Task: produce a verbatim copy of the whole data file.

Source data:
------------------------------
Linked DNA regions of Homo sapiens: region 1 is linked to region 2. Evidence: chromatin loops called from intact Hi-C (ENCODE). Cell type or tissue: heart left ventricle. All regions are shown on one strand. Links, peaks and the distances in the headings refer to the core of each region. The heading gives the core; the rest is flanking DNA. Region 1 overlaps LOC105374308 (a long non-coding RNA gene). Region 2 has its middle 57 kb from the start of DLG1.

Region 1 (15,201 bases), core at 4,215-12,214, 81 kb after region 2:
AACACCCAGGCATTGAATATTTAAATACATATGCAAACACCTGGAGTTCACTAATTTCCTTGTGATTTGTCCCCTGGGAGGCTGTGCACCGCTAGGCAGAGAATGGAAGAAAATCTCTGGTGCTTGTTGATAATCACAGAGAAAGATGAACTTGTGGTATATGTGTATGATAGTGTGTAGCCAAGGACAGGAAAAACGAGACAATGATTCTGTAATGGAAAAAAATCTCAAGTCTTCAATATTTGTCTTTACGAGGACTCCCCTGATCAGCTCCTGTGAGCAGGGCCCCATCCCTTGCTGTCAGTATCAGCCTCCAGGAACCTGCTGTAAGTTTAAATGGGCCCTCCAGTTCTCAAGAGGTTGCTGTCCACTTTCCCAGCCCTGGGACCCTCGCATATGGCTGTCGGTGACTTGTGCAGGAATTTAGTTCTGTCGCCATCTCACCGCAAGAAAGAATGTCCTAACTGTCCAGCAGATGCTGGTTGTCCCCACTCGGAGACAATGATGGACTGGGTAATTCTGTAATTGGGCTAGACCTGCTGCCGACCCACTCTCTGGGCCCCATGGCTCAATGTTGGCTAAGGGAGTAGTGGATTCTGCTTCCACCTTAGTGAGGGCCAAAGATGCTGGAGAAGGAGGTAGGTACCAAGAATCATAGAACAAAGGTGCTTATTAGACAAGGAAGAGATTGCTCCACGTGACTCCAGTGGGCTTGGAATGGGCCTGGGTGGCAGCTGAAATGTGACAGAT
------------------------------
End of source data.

Linked DNA regions of Homo sapiens: region 1 is linked to region 2. Evidence: chromatin loops called from intact Hi-C (ENCODE). Cell type or tissue: heart left ventricle. All regions are shown on one strand. Links, peaks and the distances in the headings refer to the core of each region. The heading gives the core; the rest is flanking DNA. Region 1 overlaps LOC105374308 (a long non-coding RNA gene). Region 2 has its middle 57 kb from the start of DLG1.

Region 1 (15,201 bases), core at 4,215-12,214, 81 kb after region 2:
AACACCCAGGCATTGAATATTTAAATACATATGCAAACACCTGGAGTTCACTAATTTCCTTGTGATTTGTCCCCTGGGAGGCTGTGCACCGCTAGGCAGAGAATGGAAGAAAATCTCTGGTGCTTGTTGATAATCACAGAGAAAGATGAACTTGTGGTATATGTGTATGATAGTGTGTAGCCAAGGACAGGAAAAACGAGACAATGATTCTGTAATGGAAAAAAATCTCAAGTCTTCAATATTTGTCTTTACGAGGACTCCCCTGATCAGCTCCTGTGAGCAGGGCCCCATCCCTTGCTGTCAGTATCAGCCTCCAGGAACCTGCTGTAAGTTTAAATGGGCCCTCCAGTTCTCAAGAGGTTGCTGTCCACTTTCCCAGCCCTGGGACCCTCGCATATGGCTGTCGGTGACTTGTGCAGGAATTTAGTTCTGTCGCCATCTCACCGCAAGAAAGAATGTCCTAACTGTCCAGCAGATGCTGGTTGTCCCCACTCGGAGACAATGATGGACTGGGTAATTCTGTAATTGGGCTAGACCTGCTGCCGACCCACTCTCTGGGCCCCATGGCTCAATGTTGGCTAAGGGAGTAGTGGATTCTGCTTCCACCTTAGTGAGGGCCAAAGATGCTGGAGAAGGAGGTAGGTACCAAGAATCATAGAACAAAGGTGCTTATTAGACAAGGAAGAGATTGCTCCACGTGACTCCAGTGGGCTTGGAATGGGCCTGGGTGGCAGCTGAAATGTGACAGAT